“Leaving the envelope to mature for a week or two, therefore, he waits until the right number of tequilas has brought him to the right level of insouciance, and rips it open.”
Ted Mundy, Pakistan-born English major’s son, Germanophile and student rebel, has just about settled into mediocrity at the British Council when a trip in his guise as head of Overseas Drama and Arts (particular responsibility: Youth) becomes an exercise in secret police evasion. A figure from his past appears and he is recruited into double agency.
I got to page 260 out of 400 of this. The first 200 pages were really promising – fascinating character development, a cold open that leaves us desperate to get back to it, great student riot atmosphere… and then we get into the spying proper and it bored me to anger. Seriously, I got so angry with the dull plot, dire characters and chronically self-indulgent writing (“redux” 4 times in 2 pages??) that I decided I would rather play Bubble Shooter on my phone than continue reading it. Scathing criticism indeed.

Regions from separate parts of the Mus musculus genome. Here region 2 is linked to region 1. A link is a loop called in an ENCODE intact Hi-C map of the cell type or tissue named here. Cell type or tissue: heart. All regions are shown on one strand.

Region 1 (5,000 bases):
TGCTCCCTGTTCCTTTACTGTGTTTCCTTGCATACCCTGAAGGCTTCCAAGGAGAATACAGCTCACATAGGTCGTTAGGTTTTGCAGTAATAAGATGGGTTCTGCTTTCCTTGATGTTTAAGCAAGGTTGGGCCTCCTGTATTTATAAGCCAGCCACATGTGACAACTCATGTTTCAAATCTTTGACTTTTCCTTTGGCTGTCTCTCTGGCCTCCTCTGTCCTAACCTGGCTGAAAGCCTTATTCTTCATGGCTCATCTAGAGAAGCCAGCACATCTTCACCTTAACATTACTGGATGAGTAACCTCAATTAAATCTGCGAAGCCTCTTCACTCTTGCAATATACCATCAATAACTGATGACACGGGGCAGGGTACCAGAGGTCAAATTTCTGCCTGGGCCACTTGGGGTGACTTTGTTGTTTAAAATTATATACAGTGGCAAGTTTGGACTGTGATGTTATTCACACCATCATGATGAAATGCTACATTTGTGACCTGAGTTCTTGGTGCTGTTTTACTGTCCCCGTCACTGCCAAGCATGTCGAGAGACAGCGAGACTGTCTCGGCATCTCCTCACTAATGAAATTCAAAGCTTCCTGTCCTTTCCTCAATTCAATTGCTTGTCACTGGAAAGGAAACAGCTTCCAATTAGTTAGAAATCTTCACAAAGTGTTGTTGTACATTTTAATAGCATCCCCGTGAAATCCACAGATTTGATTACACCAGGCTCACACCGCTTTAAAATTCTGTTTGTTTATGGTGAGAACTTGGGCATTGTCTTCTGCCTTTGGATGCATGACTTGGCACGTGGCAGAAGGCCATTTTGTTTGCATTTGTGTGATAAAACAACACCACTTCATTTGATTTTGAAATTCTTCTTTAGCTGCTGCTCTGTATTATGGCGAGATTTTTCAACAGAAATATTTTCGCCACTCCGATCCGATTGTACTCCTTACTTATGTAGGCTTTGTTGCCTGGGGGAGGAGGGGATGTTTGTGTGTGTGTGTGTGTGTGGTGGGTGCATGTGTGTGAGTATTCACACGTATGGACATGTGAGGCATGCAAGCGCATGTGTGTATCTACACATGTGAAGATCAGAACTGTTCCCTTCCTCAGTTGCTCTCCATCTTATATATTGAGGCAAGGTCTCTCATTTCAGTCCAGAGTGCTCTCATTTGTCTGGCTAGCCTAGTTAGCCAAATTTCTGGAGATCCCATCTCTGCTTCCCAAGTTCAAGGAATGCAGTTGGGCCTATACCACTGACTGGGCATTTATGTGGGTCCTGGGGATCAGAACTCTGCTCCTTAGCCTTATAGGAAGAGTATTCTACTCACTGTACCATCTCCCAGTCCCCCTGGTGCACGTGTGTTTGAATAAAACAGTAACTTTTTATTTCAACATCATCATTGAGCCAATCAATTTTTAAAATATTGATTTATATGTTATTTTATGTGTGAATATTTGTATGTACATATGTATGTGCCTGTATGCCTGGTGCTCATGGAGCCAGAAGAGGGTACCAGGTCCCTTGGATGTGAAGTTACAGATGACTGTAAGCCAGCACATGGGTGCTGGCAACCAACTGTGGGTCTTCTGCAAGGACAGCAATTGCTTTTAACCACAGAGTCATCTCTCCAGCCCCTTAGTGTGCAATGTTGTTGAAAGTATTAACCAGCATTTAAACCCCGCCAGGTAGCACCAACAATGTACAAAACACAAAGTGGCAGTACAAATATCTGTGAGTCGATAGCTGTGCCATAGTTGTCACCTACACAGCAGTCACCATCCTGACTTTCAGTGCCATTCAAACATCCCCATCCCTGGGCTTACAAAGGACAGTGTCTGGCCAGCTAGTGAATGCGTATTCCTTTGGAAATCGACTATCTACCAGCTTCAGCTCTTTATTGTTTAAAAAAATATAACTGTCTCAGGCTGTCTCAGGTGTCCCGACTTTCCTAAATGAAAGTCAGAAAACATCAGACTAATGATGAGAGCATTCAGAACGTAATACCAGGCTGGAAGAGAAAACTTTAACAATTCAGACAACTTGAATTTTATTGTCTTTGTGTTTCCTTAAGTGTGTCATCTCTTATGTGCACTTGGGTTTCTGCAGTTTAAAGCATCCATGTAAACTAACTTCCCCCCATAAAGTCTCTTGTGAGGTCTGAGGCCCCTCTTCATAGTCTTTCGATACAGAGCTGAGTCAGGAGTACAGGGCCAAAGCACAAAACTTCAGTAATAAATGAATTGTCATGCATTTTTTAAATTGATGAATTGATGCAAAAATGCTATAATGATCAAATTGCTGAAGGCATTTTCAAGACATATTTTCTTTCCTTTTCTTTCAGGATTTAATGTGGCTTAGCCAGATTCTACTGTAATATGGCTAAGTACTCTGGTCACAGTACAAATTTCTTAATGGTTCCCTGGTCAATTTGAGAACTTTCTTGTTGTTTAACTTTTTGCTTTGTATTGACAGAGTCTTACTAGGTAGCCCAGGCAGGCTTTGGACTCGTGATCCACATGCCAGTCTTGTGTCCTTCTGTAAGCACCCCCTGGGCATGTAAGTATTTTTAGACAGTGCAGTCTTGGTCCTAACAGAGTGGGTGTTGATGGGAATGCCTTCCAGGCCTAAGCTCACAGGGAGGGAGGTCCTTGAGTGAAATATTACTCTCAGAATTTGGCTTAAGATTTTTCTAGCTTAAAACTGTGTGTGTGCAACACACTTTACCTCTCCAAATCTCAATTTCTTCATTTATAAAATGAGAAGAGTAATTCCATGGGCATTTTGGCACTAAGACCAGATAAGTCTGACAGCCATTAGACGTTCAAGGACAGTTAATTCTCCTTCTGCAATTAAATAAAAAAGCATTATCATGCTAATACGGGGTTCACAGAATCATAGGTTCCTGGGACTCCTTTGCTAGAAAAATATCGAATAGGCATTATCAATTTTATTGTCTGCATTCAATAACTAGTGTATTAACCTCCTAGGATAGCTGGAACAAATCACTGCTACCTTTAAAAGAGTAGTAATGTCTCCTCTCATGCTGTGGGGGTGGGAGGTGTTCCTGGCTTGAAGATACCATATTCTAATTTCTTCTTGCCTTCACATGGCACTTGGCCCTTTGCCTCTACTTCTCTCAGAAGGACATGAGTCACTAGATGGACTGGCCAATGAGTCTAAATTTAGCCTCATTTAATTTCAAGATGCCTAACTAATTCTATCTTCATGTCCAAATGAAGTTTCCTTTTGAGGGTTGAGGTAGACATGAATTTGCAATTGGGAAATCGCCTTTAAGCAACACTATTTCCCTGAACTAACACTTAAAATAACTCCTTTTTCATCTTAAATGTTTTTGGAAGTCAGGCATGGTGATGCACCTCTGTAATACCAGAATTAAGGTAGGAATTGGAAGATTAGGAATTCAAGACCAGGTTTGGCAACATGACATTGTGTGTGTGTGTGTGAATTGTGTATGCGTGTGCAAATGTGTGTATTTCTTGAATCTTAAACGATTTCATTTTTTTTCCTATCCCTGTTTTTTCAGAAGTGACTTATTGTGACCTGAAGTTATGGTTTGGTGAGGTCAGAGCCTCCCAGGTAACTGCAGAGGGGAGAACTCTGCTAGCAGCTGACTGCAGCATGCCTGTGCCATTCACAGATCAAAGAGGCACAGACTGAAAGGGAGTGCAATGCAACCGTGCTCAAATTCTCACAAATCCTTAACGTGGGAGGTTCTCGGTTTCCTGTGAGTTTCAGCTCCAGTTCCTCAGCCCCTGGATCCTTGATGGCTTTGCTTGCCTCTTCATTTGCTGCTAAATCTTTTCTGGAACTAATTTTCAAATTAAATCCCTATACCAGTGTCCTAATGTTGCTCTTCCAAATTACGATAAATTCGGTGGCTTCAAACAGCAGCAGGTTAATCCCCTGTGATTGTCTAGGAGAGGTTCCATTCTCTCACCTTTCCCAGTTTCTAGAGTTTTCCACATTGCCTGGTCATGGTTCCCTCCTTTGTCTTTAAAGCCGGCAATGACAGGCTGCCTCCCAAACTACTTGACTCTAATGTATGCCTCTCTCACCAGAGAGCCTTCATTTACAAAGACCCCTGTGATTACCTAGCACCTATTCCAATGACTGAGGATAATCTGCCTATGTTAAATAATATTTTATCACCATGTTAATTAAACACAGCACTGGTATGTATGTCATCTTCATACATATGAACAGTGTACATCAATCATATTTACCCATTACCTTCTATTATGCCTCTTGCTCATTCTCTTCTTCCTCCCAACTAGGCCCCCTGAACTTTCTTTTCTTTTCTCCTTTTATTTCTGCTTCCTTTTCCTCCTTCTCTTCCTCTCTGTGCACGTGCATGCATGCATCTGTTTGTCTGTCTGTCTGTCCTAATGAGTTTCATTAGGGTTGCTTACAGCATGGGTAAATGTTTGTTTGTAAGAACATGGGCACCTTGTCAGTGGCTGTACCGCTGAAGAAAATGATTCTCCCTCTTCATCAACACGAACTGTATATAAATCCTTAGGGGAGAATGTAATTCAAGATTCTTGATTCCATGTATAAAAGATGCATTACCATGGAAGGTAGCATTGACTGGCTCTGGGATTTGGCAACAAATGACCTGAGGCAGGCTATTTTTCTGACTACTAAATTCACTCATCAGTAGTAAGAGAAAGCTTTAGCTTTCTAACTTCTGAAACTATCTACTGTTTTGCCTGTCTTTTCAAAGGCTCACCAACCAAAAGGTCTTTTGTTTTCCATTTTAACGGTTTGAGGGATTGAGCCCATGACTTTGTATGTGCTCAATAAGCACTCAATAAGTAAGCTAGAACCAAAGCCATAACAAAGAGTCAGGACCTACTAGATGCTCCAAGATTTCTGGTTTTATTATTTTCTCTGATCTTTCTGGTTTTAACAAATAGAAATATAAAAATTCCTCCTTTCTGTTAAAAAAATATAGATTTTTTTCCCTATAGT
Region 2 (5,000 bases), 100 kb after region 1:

The writing is exceptional and so consistent that I struggled to find a quote for the top of this review and shan’t waste more time trying to find any more – rather than good writing with exceptional one-liners, this is excellent writing with an unfortunate dollop of smug. The page that finally made me lose my temper was one in which Ted was named “Mundy redux” 5 times over a double page. I don’t know what redux was supposed to mean, given that we are already so hopelessly entrenched in Ted’s multiple personalities, but it struck me as so pompous, so “I require my readers to have advanced degrees, otherwise they’re not good enough”, that I was genuinely angry.
The characters are impossible to relate to – Ted is dull, mediocre, apathetic; no wonder his wife finds someone else. Sasha is fiery and contrary, but implausibly so. And no one else gets much of a look-in, as this is about the two absolute friends and not anyone else. So character development for the support cast is woeful.
And as for the plot – Ted’s childhood: fascinating. Student days: engrossing. Berlin riot participation: page-turning. Settling into middle-class mediocrity in Britain/spying: urgh. Bubble Shooter was more exciting.